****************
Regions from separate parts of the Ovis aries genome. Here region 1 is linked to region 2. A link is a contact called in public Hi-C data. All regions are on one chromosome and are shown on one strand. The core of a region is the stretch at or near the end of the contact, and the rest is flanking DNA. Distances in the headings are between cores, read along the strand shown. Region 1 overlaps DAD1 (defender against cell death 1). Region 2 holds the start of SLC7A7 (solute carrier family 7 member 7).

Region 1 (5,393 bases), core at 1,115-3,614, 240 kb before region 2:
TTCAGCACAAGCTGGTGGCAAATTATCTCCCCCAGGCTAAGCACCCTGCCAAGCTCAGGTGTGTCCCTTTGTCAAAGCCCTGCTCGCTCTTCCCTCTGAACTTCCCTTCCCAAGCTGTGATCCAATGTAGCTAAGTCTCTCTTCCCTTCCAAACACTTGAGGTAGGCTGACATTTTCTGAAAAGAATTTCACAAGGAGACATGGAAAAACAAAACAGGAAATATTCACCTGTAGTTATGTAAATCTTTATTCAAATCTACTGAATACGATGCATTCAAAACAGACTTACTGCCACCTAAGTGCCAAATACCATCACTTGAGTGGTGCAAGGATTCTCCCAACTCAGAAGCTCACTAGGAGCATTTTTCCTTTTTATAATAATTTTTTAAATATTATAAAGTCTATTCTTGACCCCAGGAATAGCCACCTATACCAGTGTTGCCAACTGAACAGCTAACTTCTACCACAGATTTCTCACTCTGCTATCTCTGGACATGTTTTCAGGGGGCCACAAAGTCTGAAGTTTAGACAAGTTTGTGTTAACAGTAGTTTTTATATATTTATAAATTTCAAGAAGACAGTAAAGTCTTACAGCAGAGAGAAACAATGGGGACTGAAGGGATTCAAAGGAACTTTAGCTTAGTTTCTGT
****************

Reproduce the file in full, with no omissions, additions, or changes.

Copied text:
Regions from separate parts of the Ovis aries genome. Here region 1 is linked to region 2. A link is a contact called in public Hi-C data. All regions are on one chromosome and are shown on one strand. The core of a region is the stretch at or near the end of the contact, and the rest is flanking DNA. Distances in the headings are between cores, read along the strand shown. Region 1 overlaps DAD1 (defender against cell death 1). Region 2 holds the start of SLC7A7 (solute carrier family 7 member 7).

Region 1 (5,393 bases), core at 1,115-3,614, 240 kb before region 2:
TTCAGCACAAGCTGGTGGCAAATTATCTCCCCCAGGCTAAGCACCCTGCCAAGCTCAGGTGTGTCCCTTTGTCAAAGCCCTGCTCGCTCTTCCCTCTGAACTTCCCTTCCCAAGCTGTGATCCAATGTAGCTAAGTCTCTCTTCCCTTCCAAACACTTGAGGTAGGCTGACATTTTCTGAAAAGAATTTCACAAGGAGACATGGAAAAACAAAACAGGAAATATTCACCTGTAGTTATGTAAATCTTTATTCAAATCTACTGAATACGATGCATTCAAAACAGACTTACTGCCACCTAAGTGCCAAATACCATCACTTGAGTGGTGCAAGGATTCTCCCAACTCAGAAGCTCACTAGGAGCATTTTTCCTTTTTATAATAATTTTTTAAATATTATAAAGTCTATTCTTGACCCCAGGAATAGCCACCTATACCAGTGTTGCCAACTGAACAGCTAACTTCTACCACAGATTTCTCACTCTGCTATCTCTGGACATGTTTTCAGGGGGCCACAAAGTCTGAAGTTTAGACAAGTTTGTGTTAACAGTAGTTTTTATATATTTATAAATTTCAAGAAGACAGTAAAGTCTTACAGCAGAGAGAAACAATGGGGACTGAAGGGATTCAAAGGAACTTTAGCTTAGTTTCTGT